The difficulties that children have in thinking about time concepts may result from the complexity of time as a concept, but also reflect the idiosyncrasies of particular calendar systems. Previous investigation into children's acquisition of time concepts has shown that Chinese children outperform English children in using the days of the month (DOW) and the months of the year (MOY) - a result explained by the fact that Chinese encodes the DOW and the MOY using a numerical system (Monday is "weekday one," January is "month one," etc.), while English uses arbitrary names. These studies claim that the use of number terms facilitates the early mastery of time concepts. However, their results could be alternatively attributed to cultural and educational factors that differ between the two language groups. Korean, as a "hybrid" language that has both numerical and arbitrary time words, serves as a perfect candidate in testing if numerical transparency of time words truly affects children's acquisition of time concepts. The Korean MOY system is like Chinese in being numerical, but Korean's DOW system is like English in being arbitrary. Fifty Korean children between the ages of three and seven participated in the experiment. Each child first was shown a set of 7 and 12 picture cards, describing cartoon characters' weekly/annual activities. They were then asked questions with five levels of complexity to assess what level of mastery they had attained in comprehending and using time terms. Results show that Korean children have better performance in MOY test than in DOW test for each age group. A repeated measures ANOVA, with Age as a categorical within-subject factor and Test-type as a between-subject factor, showed a main effect of Test-type, F(1,45) = 9.656, p < 0.001, confirming the observation that Korean children generally scored higher in the MOY test.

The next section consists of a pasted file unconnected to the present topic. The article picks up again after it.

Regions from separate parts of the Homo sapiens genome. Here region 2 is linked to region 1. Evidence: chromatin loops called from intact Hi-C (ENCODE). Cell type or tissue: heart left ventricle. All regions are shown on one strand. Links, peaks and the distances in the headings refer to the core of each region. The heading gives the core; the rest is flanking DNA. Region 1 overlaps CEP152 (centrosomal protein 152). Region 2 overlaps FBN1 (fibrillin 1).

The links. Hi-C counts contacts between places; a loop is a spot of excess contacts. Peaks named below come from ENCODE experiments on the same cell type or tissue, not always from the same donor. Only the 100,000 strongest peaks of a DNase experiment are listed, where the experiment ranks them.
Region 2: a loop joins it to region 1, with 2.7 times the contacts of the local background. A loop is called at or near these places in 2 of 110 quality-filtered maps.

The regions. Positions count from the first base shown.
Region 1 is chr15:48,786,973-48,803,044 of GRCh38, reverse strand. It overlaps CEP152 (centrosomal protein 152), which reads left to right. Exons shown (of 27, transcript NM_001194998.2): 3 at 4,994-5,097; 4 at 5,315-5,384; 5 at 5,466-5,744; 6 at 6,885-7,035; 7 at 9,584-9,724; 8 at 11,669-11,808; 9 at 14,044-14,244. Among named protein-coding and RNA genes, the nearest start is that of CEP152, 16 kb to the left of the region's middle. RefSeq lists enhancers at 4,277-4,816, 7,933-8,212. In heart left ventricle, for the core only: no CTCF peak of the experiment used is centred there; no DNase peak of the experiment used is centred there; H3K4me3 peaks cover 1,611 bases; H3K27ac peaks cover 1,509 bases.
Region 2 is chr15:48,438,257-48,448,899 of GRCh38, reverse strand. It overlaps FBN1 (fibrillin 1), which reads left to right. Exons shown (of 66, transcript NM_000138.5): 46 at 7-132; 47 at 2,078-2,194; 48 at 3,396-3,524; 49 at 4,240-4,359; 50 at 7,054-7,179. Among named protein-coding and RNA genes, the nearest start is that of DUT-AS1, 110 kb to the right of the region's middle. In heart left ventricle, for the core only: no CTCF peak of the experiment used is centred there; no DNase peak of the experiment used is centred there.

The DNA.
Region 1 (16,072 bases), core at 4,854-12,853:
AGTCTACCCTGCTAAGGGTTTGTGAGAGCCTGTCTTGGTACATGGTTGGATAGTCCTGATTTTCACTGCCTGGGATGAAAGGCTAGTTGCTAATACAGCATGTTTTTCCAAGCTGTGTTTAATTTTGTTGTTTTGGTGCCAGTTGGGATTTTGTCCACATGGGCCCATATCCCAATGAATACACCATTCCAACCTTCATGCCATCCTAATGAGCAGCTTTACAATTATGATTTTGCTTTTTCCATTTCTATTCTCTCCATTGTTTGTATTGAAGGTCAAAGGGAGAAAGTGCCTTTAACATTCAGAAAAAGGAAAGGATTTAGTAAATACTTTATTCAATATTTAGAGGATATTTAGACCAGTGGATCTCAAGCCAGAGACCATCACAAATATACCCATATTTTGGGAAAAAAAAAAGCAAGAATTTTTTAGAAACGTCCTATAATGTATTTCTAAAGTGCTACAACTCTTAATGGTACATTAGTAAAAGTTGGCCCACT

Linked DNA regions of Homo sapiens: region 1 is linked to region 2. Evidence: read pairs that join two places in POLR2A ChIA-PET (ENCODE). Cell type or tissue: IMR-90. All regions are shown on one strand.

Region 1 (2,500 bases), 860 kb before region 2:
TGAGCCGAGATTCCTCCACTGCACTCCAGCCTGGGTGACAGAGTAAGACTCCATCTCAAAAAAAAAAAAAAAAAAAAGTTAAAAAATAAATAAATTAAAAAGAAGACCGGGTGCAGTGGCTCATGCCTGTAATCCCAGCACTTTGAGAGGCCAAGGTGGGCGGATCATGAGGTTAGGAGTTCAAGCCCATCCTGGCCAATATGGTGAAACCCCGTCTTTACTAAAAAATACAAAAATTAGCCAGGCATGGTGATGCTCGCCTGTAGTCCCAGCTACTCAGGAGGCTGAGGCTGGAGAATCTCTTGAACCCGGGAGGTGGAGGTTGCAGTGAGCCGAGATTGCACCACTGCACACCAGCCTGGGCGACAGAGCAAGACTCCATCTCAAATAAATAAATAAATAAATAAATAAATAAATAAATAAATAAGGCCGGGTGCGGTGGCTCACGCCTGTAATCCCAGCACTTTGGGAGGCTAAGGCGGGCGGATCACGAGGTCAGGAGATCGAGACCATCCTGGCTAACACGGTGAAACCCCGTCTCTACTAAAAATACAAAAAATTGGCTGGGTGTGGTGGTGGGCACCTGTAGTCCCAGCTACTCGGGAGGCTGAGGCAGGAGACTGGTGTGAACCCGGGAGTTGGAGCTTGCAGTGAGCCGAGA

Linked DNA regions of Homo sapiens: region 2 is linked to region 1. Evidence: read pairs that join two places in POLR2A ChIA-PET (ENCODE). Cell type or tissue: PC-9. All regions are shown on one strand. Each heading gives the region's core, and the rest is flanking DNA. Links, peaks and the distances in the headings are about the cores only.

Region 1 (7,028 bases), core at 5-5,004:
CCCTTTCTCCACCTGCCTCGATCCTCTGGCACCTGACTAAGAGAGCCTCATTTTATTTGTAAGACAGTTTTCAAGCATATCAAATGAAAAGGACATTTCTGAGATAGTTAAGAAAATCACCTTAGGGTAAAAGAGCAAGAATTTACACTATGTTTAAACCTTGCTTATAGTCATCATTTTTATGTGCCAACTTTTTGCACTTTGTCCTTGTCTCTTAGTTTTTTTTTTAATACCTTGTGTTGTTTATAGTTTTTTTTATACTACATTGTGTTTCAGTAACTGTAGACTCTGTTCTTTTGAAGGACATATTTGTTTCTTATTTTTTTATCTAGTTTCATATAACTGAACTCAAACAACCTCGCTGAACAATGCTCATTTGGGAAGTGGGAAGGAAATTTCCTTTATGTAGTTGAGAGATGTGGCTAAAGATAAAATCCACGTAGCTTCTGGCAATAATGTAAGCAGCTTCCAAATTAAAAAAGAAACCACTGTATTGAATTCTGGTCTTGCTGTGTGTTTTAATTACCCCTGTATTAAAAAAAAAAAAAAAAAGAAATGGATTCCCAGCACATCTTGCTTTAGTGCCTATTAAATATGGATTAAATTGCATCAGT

Patra Vlachopanou, University of Essex, United Kingdom
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